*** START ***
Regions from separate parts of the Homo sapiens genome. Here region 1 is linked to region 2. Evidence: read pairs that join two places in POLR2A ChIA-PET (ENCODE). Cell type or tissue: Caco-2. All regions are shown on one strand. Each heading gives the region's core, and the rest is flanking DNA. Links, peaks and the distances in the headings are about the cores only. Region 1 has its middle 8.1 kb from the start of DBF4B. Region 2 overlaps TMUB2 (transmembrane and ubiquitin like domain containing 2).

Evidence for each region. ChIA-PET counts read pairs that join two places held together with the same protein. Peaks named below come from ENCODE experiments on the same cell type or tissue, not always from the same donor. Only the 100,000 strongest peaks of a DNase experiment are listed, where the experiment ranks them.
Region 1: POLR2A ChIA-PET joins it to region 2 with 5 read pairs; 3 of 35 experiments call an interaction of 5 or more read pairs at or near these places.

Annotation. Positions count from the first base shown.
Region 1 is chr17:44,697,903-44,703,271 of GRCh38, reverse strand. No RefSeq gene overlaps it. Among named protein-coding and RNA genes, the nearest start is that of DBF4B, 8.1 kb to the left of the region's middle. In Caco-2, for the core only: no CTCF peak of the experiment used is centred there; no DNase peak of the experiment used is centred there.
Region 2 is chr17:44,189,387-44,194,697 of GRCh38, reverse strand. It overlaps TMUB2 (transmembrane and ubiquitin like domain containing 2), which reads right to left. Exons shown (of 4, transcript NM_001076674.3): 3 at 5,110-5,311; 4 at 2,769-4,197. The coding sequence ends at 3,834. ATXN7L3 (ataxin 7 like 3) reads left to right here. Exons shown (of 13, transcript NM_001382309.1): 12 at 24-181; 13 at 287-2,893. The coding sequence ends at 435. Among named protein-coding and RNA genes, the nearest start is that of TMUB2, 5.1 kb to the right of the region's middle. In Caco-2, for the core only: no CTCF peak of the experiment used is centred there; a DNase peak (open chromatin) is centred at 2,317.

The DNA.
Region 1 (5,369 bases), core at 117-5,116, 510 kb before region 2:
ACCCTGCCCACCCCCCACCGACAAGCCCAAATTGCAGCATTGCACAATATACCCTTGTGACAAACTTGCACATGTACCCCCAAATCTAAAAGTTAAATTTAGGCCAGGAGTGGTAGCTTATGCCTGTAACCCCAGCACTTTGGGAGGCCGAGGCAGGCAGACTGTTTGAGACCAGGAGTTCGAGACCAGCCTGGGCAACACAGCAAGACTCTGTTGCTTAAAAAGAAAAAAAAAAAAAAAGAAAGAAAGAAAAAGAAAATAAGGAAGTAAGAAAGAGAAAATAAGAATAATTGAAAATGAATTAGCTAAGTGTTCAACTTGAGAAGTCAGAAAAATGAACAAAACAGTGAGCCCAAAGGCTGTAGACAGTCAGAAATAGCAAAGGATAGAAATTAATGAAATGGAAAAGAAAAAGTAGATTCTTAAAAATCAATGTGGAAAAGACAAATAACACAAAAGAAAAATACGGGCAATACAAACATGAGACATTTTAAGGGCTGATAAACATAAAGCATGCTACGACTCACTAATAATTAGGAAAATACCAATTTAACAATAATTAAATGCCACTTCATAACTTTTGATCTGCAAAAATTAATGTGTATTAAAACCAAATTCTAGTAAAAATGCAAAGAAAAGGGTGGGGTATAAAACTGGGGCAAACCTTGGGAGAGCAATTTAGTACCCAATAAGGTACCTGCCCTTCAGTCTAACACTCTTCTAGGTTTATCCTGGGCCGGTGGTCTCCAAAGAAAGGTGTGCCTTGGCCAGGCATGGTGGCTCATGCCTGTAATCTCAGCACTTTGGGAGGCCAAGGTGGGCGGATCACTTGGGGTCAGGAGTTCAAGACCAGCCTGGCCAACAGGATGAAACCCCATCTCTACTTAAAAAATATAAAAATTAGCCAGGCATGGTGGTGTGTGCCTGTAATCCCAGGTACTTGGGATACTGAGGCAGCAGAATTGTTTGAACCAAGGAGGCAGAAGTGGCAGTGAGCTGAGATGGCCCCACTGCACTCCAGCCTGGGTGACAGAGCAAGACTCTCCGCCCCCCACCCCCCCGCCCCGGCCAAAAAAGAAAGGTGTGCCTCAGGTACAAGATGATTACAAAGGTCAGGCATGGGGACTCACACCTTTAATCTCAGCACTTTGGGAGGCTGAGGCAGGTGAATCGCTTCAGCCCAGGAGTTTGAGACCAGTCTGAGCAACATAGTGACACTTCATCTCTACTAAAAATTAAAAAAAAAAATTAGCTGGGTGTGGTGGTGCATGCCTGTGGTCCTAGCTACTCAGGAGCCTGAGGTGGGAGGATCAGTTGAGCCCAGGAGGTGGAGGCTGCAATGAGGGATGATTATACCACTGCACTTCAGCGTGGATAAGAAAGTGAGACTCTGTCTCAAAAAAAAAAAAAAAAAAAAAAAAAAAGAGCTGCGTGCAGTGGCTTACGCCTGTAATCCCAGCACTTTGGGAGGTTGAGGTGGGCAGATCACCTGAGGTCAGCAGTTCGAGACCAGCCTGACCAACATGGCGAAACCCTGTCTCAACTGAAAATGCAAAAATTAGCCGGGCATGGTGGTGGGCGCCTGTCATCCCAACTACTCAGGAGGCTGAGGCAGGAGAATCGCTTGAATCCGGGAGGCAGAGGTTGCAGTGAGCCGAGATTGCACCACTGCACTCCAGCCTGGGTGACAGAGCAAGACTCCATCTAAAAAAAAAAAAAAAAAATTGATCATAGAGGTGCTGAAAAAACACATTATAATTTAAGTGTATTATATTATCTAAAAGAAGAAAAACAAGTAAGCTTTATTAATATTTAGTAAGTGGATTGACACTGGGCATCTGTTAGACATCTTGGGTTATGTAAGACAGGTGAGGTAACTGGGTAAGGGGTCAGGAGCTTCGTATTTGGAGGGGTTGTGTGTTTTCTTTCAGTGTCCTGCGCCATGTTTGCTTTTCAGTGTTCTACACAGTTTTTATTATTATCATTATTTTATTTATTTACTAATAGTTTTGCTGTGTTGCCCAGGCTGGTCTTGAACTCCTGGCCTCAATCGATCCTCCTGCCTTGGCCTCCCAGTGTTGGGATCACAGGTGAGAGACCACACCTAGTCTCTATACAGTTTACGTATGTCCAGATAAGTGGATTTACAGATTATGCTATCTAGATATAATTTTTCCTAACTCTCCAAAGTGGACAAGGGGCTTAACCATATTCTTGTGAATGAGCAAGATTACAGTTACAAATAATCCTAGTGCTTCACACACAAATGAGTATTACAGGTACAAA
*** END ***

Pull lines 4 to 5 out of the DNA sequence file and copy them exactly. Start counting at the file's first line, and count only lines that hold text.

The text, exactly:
Annotation. Positions count from the first base shown.
Region 1 is chr17:44,697,903-44,703,271 of GRCh38, reverse strand. No RefSeq gene overlaps it. Among named protein-coding and RNA genes, the nearest start is that of DBF4B, 8.1 kb to the left of the region's middle. In Caco-2, for the core only: no CTCF peak of the experiment used is centred there; no DNase peak of the experiment used is centred there.